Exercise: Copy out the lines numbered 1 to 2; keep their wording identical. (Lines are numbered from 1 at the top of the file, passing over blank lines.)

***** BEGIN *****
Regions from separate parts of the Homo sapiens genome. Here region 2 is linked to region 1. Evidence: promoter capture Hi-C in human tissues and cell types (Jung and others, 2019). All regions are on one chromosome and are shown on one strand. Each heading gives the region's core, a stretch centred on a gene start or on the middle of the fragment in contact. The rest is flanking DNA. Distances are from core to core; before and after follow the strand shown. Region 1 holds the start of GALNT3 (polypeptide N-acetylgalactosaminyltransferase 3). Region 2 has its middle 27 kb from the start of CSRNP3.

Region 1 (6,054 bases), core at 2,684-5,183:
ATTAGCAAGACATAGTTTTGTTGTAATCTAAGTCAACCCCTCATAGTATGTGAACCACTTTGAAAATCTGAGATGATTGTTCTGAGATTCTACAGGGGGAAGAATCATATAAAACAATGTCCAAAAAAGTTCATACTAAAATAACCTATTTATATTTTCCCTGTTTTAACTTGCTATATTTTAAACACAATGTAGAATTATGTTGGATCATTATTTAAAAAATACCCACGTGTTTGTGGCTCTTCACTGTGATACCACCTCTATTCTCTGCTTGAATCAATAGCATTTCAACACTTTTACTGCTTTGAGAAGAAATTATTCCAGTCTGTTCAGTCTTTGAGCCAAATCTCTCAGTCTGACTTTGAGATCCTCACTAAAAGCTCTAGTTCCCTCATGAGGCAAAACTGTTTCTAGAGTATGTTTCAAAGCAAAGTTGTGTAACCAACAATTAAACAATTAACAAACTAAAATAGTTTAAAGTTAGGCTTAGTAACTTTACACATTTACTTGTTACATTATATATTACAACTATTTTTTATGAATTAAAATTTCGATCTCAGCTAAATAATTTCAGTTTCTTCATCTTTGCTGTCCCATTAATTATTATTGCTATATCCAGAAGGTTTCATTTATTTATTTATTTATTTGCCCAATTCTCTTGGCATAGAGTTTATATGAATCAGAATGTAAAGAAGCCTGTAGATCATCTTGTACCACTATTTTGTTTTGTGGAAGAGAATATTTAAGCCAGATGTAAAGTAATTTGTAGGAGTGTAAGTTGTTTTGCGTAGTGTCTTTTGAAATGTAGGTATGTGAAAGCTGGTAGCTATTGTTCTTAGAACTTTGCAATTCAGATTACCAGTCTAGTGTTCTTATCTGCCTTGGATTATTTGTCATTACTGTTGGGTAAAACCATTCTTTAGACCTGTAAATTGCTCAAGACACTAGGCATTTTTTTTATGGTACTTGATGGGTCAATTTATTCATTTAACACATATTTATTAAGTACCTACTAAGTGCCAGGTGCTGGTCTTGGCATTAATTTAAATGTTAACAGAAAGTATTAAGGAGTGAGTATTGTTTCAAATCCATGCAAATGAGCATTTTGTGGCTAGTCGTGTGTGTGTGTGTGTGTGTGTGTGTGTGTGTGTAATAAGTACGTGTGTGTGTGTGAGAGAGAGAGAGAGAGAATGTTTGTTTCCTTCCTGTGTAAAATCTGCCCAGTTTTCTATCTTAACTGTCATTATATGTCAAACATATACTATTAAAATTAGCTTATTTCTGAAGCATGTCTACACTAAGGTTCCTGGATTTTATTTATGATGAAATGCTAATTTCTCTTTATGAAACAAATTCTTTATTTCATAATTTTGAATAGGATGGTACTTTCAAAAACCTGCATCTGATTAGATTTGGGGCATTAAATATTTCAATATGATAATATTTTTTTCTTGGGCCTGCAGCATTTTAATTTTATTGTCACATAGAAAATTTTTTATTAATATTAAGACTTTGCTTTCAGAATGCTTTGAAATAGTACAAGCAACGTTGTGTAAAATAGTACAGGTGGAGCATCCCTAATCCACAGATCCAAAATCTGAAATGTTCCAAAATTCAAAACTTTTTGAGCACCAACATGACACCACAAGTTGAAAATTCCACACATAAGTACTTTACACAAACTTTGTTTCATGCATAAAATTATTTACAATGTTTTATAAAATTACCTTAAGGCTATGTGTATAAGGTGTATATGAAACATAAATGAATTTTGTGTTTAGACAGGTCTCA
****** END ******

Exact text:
Regions from separate parts of the Homo sapiens genome. Here region 2 is linked to region 1. Evidence: promoter capture Hi-C in human tissues and cell types (Jung and others, 2019). All regions are on one chromosome and are shown on one strand. Each heading gives the region's core, a stretch centred on a gene start or on the middle of the fragment in contact. The rest is flanking DNA. Distances are from core to core; before and after follow the strand shown. Region 1 holds the start of GALNT3 (polypeptide N-acetylgalactosaminyltransferase 3). Region 2 has its middle 27 kb from the start of CSRNP3.

Region 1 (6,054 bases), core at 2,684-5,183: